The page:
My Dad was explaining to me that these views actually used to look so much better… In my head I was thinking how could it possibly get any better than this… But he said that Haiti right now has less than 3% of vegetation on the island. He told me that when he was growing up here, these mountains used to be filled with trees and brush but they’ve all since been cut down.
Candid shot of my two cousins Murielle (L) and Manoue (C) + my Daddy (R)
An emblem on the British cannons outside of Fort Jacques. After the earthquake in 2010, they had to remove all of the cannons from the structure because they were too heavy.
Outside of a door at Fort Jacques.
Me with my cousins
The view from the top of the fort! The fort was built during the time of the Haitian Revolution by hand in the 1800’s. It was built along with Fort Alexandre (on the other side of the mountains, didn’t get to visit it) to see any attack from the French on land or by sea. From this spot you can see the ocean and all of the city.
These are some shots of the actual structure. To me, this was so amazing to see! This whole thing was built by hand at the top of a mountain. A lot of the structure was destroyed in the earthquake. If you want to see what it looked like before and what some of the immediate damage was following the earthquake, check out this YouTube link (below).
I can actually jump and touch the top of this tunnel!
Our tour guide, Jean-Pierre. His story is incredibly amazing to me. He has been giving tour of Fort Jacques since he was 6 years old. Now he’s 24 and can give the tour in four different languages, Haitian Creole, French, Spanish, and English. His linguistic capabilities are amazing for someone who learned English as a second language. He was really self conscious about his speaking and pronunciations but he was able to hold a conversation with me. The most surprising thing of all: he’s illiterate. He can’t read or write in any language.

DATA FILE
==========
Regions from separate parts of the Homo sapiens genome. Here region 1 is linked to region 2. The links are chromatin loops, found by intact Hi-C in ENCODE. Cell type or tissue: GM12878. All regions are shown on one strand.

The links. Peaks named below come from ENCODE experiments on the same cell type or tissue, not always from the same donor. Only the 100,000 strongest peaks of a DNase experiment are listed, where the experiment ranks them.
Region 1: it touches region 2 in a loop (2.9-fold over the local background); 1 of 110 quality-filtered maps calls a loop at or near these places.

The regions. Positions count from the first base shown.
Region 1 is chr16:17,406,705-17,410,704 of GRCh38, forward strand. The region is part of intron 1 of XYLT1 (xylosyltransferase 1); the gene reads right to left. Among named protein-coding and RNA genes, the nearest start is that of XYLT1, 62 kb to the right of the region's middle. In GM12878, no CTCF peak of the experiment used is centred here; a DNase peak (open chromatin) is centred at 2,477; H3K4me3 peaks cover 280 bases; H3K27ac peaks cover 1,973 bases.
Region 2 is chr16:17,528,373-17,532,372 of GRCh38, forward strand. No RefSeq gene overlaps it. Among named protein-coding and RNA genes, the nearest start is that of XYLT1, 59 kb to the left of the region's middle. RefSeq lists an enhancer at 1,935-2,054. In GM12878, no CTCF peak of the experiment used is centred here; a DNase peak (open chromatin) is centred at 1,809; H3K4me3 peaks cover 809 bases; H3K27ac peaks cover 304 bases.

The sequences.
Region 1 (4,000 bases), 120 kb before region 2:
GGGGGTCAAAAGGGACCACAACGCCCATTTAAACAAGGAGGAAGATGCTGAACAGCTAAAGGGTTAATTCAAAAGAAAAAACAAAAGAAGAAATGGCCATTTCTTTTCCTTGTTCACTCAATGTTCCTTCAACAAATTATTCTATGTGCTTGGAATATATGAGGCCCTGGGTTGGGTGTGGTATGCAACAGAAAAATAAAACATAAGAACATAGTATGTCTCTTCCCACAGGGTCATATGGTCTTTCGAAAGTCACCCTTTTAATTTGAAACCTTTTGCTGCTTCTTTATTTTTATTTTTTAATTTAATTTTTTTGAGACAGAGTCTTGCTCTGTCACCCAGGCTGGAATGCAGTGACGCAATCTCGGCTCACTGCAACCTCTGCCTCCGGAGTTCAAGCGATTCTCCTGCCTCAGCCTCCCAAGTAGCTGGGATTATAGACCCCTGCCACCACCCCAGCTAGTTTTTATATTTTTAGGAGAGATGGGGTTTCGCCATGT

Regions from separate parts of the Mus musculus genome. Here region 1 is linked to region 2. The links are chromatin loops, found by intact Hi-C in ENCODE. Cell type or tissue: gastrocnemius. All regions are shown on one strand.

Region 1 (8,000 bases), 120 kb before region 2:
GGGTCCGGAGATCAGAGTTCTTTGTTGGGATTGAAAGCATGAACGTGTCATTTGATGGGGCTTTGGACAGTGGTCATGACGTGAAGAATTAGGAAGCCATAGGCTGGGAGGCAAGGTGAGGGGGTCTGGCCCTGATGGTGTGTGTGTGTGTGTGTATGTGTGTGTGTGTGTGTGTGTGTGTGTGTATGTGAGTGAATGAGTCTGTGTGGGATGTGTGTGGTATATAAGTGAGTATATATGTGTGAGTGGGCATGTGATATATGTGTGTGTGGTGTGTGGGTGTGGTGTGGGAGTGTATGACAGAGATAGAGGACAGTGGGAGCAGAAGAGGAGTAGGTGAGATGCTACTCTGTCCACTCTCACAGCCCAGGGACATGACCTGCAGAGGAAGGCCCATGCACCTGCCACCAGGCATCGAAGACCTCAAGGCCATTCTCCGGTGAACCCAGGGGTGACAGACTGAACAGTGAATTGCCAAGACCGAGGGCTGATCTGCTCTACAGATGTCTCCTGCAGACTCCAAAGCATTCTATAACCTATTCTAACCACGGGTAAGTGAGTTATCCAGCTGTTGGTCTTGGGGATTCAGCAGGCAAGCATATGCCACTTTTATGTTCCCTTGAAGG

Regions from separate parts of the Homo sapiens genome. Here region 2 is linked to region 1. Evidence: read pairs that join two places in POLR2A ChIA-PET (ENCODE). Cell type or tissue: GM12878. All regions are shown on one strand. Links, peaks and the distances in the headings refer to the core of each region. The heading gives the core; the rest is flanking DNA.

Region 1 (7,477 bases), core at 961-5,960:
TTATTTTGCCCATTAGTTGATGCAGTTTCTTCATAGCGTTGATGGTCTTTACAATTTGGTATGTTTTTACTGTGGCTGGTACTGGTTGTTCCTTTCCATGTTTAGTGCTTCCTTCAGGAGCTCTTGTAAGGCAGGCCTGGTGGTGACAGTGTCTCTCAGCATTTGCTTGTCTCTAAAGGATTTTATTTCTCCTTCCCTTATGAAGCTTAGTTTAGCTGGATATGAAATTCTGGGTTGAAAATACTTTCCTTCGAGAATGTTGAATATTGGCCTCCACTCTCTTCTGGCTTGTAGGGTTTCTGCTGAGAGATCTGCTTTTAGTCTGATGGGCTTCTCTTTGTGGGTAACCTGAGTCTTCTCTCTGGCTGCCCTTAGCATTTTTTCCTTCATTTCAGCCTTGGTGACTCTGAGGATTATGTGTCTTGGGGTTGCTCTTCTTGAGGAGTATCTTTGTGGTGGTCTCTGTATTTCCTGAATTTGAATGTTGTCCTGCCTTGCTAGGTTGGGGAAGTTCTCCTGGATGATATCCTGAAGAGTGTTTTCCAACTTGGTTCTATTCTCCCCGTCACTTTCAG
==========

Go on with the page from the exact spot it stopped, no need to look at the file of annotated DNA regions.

It was great to meet him and spend some time with him at the fort. He was so knowledgable in the history of the fort and of the country.
Sunday March 16, 2014
I spent this day at a private beach in Trou Baguette, Haiti. I had tons of fun playing in the sand, soaking up some sun, and we even had a picnic. It was so much fun, until a goat came by and ate the rest of our bread. Didn’t manage to get any shots of that, though!
Monday March 17, 2014
On this day, my Dad and I headed to my mother’s Guesthouse in Leogane, Haiti. It is about 2 hours from the capital.
On the road there I managed to catch a couple of pictures of the street views from the car.
This is a Tap-Tap. Tap-Taps are the equivalent of public transportation in Haiti. However they do not run on any type of schedule. They are basically pick-up trucks converted into something like this. But they can also be actual buses, school buses (think big yellow bus), or any other type of large vehicle, like a mini-van or van. They paint them and put roofs on them as well as seating. You pay the driver a couple of dollars and get on and jump off when you’re close to your destination.